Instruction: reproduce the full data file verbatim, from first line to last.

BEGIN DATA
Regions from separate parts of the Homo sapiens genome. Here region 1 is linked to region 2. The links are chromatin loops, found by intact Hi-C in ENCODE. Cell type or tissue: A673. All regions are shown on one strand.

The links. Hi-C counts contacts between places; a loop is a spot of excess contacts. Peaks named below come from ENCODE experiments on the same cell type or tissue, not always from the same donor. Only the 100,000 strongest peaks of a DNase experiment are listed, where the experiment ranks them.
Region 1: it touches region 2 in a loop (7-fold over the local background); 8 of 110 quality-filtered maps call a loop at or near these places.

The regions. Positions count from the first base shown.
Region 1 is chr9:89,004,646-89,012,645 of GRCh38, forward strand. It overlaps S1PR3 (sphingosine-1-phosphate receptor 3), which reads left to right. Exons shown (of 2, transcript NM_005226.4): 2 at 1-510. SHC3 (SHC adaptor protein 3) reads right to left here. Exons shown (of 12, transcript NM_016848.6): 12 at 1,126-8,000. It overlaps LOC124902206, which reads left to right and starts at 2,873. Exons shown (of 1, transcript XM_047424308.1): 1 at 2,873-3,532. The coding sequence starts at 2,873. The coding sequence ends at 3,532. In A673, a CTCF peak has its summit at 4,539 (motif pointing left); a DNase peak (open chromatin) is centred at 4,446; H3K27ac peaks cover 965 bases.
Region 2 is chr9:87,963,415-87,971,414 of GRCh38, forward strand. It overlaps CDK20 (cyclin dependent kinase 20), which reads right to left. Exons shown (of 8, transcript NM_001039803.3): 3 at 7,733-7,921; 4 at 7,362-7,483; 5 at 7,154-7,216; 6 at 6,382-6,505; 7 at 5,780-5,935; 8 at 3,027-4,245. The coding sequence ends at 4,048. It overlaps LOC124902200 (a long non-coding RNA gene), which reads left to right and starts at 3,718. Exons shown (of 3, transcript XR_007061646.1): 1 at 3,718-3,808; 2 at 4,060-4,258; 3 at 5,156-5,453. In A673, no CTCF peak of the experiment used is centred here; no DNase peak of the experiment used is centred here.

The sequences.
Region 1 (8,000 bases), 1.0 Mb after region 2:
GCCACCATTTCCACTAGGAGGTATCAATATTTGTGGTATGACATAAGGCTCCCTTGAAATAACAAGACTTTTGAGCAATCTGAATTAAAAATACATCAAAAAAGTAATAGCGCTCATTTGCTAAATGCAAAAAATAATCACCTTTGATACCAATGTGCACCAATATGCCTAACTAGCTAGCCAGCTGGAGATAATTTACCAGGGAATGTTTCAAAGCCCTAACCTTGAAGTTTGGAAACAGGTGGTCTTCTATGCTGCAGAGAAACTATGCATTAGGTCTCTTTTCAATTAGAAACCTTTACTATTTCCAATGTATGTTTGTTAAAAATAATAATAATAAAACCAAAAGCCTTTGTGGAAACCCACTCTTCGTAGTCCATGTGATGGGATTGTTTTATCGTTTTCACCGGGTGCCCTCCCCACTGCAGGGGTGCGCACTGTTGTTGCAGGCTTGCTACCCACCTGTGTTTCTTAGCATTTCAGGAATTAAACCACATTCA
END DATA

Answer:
Regions from separate parts of the Homo sapiens genome. Here region 1 is linked to region 2. The links are chromatin loops, found by intact Hi-C in ENCODE. Cell type or tissue: A673. All regions are shown on one strand.

The links. Hi-C counts contacts between places; a loop is a spot of excess contacts. Peaks named below come from ENCODE experiments on the same cell type or tissue, not always from the same donor. Only the 100,000 strongest peaks of a DNase experiment are listed, where the experiment ranks them.
Region 1: it touches region 2 in a loop (7-fold over the local background); 8 of 110 quality-filtered maps call a loop at or near these places.

The regions. Positions count from the first base shown.
Region 1 is chr9:89,004,646-89,012,645 of GRCh38, forward strand. It overlaps S1PR3 (sphingosine-1-phosphate receptor 3), which reads left to right. Exons shown (of 2, transcript NM_005226.4): 2 at 1-510. SHC3 (SHC adaptor protein 3) reads right to left here. Exons shown (of 12, transcript NM_016848.6): 12 at 1,126-8,000. It overlaps LOC124902206, which reads left to right and starts at 2,873. Exons shown (of 1, transcript XM_047424308.1): 1 at 2,873-3,532. The coding sequence starts at 2,873. The coding sequence ends at 3,532. In A673, a CTCF peak has its summit at 4,539 (motif pointing left); a DNase peak (open chromatin) is centred at 4,446; H3K27ac peaks cover 965 bases.
Region 2 is chr9:87,963,415-87,971,414 of GRCh38, forward strand. It overlaps CDK20 (cyclin dependent kinase 20), which reads right to left. Exons shown (of 8, transcript NM_001039803.3): 3 at 7,733-7,921; 4 at 7,362-7,483; 5 at 7,154-7,216; 6 at 6,382-6,505; 7 at 5,780-5,935; 8 at 3,027-4,245. The coding sequence ends at 4,048. It overlaps LOC124902200 (a long non-coding RNA gene), which reads left to right and starts at 3,718. Exons shown (of 3, transcript XR_007061646.1): 1 at 3,718-3,808; 2 at 4,060-4,258; 3 at 5,156-5,453. In A673, no CTCF peak of the experiment used is centred here; no DNase peak of the experiment used is centred here.

The sequences.
Region 1 (8,000 bases), 1.0 Mb after region 2:
GCCACCATTTCCACTAGGAGGTATCAATATTTGTGGTATGACATAAGGCTCCCTTGAAATAACAAGACTTTTGAGCAATCTGAATTAAAAATACATCAAAAAAGTAATAGCGCTCATTTGCTAAATGCAAAAAATAATCACCTTTGATACCAATGTGCACCAATATGCCTAACTAGCTAGCCAGCTGGAGATAATTTACCAGGGAATGTTTCAAAGCCCTAACCTTGAAGTTTGGAAACAGGTGGTCTTCTATGCTGCAGAGAAACTATGCATTAGGTCTCTTTTCAATTAGAAACCTTTACTATTTCCAATGTATGTTTGTTAAAAATAATAATAATAAAACCAAAAGCCTTTGTGGAAACCCACTCTTCGTAGTCCATGTGATGGGATTGTTTTATCGTTTTCACCGGGTGCCCTCCCCACTGCAGGGGTGCGCACTGTTGTTGCAGGCTTGCTACCCACCTGTGTTTCTTAGCATTTCAGGAATTAAACCACATTCA